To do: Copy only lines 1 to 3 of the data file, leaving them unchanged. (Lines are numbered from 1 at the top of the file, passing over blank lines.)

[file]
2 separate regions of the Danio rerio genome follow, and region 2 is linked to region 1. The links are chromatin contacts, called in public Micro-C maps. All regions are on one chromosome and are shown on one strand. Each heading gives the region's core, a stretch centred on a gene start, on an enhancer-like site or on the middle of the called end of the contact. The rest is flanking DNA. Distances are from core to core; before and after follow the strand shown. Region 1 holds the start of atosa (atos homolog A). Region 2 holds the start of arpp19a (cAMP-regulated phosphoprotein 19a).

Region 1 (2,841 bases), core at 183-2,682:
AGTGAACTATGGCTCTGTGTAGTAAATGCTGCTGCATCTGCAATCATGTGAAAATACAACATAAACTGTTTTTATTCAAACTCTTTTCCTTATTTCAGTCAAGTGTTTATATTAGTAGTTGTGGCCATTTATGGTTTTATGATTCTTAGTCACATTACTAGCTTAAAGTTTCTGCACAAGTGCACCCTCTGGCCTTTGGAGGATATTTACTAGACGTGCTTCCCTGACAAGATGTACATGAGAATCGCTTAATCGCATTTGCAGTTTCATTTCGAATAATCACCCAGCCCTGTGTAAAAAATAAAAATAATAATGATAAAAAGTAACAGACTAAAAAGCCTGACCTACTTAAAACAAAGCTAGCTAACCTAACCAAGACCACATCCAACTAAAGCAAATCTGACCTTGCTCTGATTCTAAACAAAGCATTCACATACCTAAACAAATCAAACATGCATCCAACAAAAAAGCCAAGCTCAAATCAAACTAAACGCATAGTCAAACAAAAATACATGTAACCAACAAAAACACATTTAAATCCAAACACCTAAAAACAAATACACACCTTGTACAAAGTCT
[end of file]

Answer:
2 separate regions of the Danio rerio genome follow, and region 2 is linked to region 1. The links are chromatin contacts, called in public Micro-C maps. All regions are on one chromosome and are shown on one strand. Each heading gives the region's core, a stretch centred on a gene start, on an enhancer-like site or on the middle of the called end of the contact. The rest is flanking DNA. Distances are from core to core; before and after follow the strand shown. Region 1 holds the start of atosa (atos homolog A). Region 2 holds the start of arpp19a (cAMP-regulated phosphoprotein 19a).

Region 1 (2,841 bases), core at 183-2,682:
AGTGAACTATGGCTCTGTGTAGTAAATGCTGCTGCATCTGCAATCATGTGAAAATACAACATAAACTGTTTTTATTCAAACTCTTTTCCTTATTTCAGTCAAGTGTTTATATTAGTAGTTGTGGCCATTTATGGTTTTATGATTCTTAGTCACATTACTAGCTTAAAGTTTCTGCACAAGTGCACCCTCTGGCCTTTGGAGGATATTTACTAGACGTGCTTCCCTGACAAGATGTACATGAGAATCGCTTAATCGCATTTGCAGTTTCATTTCGAATAATCACCCAGCCCTGTGTAAAAAATAAAAATAATAATGATAAAAAGTAACAGACTAAAAAGCCTGACCTACTTAAAACAAAGCTAGCTAACCTAACCAAGACCACATCCAACTAAAGCAAATCTGACCTTGCTCTGATTCTAAACAAAGCATTCACATACCTAAACAAATCAAACATGCATCCAACAAAAAAGCCAAGCTCAAATCAAACTAAACGCATAGTCAAACAAAAATACATGTAACCAACAAAAACACATTTAAATCCAAACACCTAAAAACAAATACACACCTTGTACAAAGTCT